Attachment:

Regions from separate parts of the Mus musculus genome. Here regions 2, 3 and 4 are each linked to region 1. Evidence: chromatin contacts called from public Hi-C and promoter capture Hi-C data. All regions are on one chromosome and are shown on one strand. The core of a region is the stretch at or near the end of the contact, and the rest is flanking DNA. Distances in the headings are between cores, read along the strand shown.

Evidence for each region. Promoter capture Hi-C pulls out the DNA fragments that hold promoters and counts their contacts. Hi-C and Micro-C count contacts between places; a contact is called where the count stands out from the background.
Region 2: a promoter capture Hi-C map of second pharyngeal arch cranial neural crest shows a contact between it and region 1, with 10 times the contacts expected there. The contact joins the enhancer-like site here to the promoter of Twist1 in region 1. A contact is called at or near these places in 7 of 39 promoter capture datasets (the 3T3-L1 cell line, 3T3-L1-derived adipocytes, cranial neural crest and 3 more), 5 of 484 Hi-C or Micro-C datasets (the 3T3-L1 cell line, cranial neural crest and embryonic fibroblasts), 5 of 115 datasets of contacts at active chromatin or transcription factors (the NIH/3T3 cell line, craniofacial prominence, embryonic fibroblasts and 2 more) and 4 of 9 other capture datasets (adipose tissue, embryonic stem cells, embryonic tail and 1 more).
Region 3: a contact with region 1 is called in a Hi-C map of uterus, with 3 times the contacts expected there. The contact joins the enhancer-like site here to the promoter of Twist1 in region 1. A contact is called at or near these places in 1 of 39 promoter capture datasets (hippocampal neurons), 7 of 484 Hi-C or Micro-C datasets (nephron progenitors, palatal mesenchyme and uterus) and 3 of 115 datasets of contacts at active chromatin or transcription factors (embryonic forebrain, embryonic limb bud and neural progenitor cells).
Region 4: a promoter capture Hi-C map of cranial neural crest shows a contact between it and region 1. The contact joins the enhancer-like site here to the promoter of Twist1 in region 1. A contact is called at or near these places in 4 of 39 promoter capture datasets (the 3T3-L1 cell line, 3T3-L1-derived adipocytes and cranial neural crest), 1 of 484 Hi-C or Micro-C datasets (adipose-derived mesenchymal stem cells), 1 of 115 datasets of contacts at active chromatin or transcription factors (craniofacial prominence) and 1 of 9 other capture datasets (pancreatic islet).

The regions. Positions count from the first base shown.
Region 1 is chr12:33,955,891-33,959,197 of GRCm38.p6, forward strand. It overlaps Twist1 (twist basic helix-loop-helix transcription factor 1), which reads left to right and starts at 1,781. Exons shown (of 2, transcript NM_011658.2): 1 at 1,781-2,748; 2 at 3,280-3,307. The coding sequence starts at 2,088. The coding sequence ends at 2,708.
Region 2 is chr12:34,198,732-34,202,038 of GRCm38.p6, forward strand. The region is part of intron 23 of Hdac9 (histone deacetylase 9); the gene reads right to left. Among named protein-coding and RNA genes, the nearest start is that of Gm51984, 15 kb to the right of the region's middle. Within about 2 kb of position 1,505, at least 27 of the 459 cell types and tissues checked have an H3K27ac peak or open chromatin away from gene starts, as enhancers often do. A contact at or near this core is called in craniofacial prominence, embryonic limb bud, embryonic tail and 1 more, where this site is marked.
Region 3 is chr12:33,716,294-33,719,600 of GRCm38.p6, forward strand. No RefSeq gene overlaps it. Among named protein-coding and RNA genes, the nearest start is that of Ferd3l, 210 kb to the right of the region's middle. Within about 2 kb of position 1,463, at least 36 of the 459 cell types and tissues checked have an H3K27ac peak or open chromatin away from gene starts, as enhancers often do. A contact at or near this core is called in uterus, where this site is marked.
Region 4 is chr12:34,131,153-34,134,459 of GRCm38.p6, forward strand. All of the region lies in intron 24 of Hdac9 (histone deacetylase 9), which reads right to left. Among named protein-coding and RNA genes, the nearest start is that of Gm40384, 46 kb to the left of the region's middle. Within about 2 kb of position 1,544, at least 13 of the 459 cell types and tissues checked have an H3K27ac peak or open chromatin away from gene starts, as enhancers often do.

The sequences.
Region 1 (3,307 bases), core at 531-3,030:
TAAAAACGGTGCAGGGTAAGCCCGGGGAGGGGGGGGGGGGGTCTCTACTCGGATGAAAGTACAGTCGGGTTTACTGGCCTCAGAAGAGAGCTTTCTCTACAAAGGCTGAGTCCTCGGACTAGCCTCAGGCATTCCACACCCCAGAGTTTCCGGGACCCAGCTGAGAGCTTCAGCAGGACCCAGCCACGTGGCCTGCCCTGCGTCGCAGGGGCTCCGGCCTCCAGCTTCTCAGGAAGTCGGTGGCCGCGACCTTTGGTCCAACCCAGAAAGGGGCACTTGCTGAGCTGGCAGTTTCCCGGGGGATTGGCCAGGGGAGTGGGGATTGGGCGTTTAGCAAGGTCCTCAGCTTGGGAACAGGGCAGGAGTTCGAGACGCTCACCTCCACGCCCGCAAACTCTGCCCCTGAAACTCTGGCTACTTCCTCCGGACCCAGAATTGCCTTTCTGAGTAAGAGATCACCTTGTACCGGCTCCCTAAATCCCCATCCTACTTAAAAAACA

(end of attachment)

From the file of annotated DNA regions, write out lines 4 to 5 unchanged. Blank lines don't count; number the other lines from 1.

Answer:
Region 3: a contact with region 1 is called in a Hi-C map of uterus, with 3 times the contacts expected there. The contact joins the enhancer-like site here to the promoter of Twist1 in region 1. A contact is called at or near these places in 1 of 39 promoter capture datasets (hippocampal neurons), 7 of 484 Hi-C or Micro-C datasets (nephron progenitors, palatal mesenchyme and uterus) and 3 of 115 datasets of contacts at active chromatin or transcription factors (embryonic forebrain, embryonic limb bud and neural progenitor cells).
Region 4: a promoter capture Hi-C map of cranial neural crest shows a contact between it and region 1. The contact joins the enhancer-like site here to the promoter of Twist1 in region 1. A contact is called at or near these places in 4 of 39 promoter capture datasets (the 3T3-L1 cell line, 3T3-L1-derived adipocytes and cranial neural crest), 1 of 484 Hi-C or Micro-C datasets (adipose-derived mesenchymal stem cells), 1 of 115 datasets of contacts at active chromatin or transcription factors (craniofacial prominence) and 1 of 9 other capture datasets (pancreatic islet).